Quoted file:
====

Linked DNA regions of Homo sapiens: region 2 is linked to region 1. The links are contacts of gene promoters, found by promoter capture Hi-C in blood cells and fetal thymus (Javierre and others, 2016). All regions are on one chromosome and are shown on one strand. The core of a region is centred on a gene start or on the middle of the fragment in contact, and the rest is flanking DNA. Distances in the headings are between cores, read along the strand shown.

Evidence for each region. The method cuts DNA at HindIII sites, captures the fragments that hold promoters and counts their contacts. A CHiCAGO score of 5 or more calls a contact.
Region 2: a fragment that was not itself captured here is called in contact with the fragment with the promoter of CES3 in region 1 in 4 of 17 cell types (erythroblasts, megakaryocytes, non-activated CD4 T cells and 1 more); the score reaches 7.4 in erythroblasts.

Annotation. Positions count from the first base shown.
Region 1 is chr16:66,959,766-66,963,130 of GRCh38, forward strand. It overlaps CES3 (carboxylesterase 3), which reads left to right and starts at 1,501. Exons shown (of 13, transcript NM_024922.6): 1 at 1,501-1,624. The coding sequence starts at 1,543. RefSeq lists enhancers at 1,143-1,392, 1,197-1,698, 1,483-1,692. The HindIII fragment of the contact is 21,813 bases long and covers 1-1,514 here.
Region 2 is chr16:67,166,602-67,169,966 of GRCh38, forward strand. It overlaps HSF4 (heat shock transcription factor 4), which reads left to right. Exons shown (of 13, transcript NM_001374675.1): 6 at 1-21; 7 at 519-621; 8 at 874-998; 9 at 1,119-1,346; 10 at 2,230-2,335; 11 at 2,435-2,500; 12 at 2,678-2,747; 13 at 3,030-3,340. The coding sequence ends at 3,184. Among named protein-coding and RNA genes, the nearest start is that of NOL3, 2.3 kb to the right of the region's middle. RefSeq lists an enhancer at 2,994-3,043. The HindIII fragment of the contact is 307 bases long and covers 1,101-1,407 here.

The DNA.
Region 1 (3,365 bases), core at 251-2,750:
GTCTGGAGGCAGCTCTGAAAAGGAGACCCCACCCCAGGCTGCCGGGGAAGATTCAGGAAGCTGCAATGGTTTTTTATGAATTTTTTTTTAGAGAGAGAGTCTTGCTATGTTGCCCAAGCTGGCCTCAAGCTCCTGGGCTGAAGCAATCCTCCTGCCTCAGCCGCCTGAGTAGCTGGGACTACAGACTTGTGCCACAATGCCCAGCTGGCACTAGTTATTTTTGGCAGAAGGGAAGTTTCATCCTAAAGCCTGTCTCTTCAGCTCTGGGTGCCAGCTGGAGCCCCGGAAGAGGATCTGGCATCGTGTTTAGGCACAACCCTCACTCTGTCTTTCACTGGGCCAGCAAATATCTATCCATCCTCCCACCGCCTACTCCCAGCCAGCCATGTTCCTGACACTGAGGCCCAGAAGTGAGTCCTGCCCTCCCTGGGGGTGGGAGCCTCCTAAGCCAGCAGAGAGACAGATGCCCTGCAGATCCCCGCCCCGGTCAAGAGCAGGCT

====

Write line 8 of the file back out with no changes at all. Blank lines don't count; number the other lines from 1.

Region 1 (3,365 bases), core at 251-2,750: